This resulted in widespread uproar from the public and their customers in particular, with consumers accusing the largely government-owned company of being insensitive to the already harsh economic conditions.
Cable customers also argued against the substantial increases, in some case by 100% (for additional boxes), even though the company was not providing any immediate improvements to their services.
Recognizing that the public was not in favour and citizens were speaking out via the media, expressing their dissatisfaction in the actions of the company, of which government owns approximately 70% of the shares, the government is on Tuesday (22nd January), promising to reverse the measure, at least for the immediate period. But with an election expected on the island anytime soon, members of the public are already accusing the government of being political and stating that once the elections are called and are over, the rates will be increased as planned.
Consumers point to the similar action that was taken by the government just before the 2010 elections with a surcharge on electricity. Once the elections were over, the cost of electricity was given a sharp increase. Members of the public are therefore skeptical about the latest promise by the government with respect to the planned cable television rate increases.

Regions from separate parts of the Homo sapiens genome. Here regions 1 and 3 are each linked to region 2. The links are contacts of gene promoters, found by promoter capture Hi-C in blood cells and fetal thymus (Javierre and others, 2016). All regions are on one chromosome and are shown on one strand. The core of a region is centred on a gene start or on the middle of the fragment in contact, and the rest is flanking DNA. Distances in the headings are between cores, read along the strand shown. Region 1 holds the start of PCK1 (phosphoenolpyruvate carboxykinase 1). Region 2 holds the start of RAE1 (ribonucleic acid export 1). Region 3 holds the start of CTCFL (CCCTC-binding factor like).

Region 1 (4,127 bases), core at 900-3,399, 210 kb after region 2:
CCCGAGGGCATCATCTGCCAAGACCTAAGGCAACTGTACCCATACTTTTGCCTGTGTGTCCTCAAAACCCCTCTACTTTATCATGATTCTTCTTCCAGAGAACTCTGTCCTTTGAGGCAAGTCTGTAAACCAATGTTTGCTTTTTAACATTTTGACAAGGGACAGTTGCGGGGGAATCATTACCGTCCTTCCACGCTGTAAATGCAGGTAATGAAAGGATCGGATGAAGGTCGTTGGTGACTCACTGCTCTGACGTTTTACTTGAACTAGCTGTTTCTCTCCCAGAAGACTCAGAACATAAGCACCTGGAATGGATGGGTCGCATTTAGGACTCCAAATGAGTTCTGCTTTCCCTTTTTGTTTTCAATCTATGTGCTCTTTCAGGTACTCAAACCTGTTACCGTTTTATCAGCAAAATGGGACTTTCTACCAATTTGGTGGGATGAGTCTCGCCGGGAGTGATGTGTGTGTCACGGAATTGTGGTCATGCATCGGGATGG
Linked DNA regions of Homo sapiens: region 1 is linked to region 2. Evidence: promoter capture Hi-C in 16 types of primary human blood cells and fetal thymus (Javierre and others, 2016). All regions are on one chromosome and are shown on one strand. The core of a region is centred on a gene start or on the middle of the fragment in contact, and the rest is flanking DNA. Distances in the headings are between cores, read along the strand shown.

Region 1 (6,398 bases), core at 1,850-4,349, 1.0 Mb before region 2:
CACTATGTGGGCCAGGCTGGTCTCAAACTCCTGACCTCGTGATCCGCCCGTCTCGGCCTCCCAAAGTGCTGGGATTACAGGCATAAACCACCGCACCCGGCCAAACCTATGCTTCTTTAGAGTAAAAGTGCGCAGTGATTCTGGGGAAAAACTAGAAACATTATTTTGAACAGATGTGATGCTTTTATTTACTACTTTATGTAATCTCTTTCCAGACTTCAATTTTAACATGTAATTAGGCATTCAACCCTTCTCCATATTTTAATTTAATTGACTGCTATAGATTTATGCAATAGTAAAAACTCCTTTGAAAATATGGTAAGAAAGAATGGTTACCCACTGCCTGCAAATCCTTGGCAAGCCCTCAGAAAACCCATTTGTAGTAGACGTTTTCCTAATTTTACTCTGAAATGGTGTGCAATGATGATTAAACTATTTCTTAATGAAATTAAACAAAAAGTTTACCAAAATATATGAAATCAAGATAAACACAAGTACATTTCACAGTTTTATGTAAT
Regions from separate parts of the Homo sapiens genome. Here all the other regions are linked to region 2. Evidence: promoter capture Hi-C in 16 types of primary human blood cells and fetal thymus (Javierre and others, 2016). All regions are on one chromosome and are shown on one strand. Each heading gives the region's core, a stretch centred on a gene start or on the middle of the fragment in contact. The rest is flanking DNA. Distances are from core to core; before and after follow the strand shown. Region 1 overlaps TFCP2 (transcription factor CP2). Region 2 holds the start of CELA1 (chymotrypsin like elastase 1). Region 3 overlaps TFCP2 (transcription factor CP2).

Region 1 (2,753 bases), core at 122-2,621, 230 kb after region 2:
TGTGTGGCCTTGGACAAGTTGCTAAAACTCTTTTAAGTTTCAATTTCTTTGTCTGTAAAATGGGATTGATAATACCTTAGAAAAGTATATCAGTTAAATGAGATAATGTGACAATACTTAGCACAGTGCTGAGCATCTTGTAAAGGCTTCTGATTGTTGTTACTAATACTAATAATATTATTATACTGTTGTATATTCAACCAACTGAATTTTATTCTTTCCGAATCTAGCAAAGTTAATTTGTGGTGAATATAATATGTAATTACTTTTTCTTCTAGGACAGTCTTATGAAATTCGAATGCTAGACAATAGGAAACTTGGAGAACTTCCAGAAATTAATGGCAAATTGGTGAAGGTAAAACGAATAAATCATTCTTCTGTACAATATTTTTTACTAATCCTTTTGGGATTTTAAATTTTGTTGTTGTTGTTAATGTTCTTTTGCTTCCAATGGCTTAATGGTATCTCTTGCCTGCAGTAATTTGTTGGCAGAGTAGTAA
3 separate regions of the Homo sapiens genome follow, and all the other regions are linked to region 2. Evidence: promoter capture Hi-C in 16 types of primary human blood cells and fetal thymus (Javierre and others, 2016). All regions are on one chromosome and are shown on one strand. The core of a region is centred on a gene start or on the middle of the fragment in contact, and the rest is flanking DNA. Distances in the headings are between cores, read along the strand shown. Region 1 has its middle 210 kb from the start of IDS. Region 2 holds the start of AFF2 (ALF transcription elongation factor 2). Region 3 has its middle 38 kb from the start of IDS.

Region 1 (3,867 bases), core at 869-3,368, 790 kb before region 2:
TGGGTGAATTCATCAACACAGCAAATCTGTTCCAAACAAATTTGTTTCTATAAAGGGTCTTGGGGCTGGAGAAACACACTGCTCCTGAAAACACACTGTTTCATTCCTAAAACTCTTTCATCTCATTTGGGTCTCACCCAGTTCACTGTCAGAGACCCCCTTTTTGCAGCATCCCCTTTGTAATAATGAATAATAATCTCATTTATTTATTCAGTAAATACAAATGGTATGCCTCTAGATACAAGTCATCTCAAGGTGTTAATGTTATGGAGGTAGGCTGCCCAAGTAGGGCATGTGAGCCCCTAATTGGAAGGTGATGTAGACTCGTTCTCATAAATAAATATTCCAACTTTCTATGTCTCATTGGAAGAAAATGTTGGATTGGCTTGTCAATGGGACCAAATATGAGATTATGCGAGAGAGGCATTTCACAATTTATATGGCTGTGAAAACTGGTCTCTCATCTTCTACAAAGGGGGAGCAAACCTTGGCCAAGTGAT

Minister of Information, Sen. Nigel Carty said Cabinet members were very concerned about the decision which the company had made with regard to the proposed rate increase. However, one opposition politician has rebuffed that notion, indicating that the decision to increase the rates in the first place must have been approved by government and the same Cabinet of Ministers, because of the majority ownership and the fact that the Chairman of the Board of Directors of the Cable Company is determined by the government. At present the Chairman of the Board of Directors of The Cable is also the Cabinet Secretary, Mr. Joesph Llewellyn Edmeade. the company is however managed by Mr. Bil Ewing, who is the other minority owner.
This is what Mr. Carty added in his post Cabinet briefing. “Having regard to the need to minimize inflation and contain the cost of living, Cabinet agreed to make an intervention to prevent the increase in cable TV rates. In fact, members were convinced that alternatives will have to be explored to narrow the gap between costs and revenues that the company appears to be concerned about. This matter of costs and revenue, it was concluded, has to be studied more carefully to arrive at a clearer picture of the current situation facing The Cable Company.”
Mr. Carty said Cabinet “was of the view that cable TV has become a way of life for ordinary poor people in our country and that the proposed increase would make it even more difficult, if not impossible, for some nationals to afford this modern necessity.”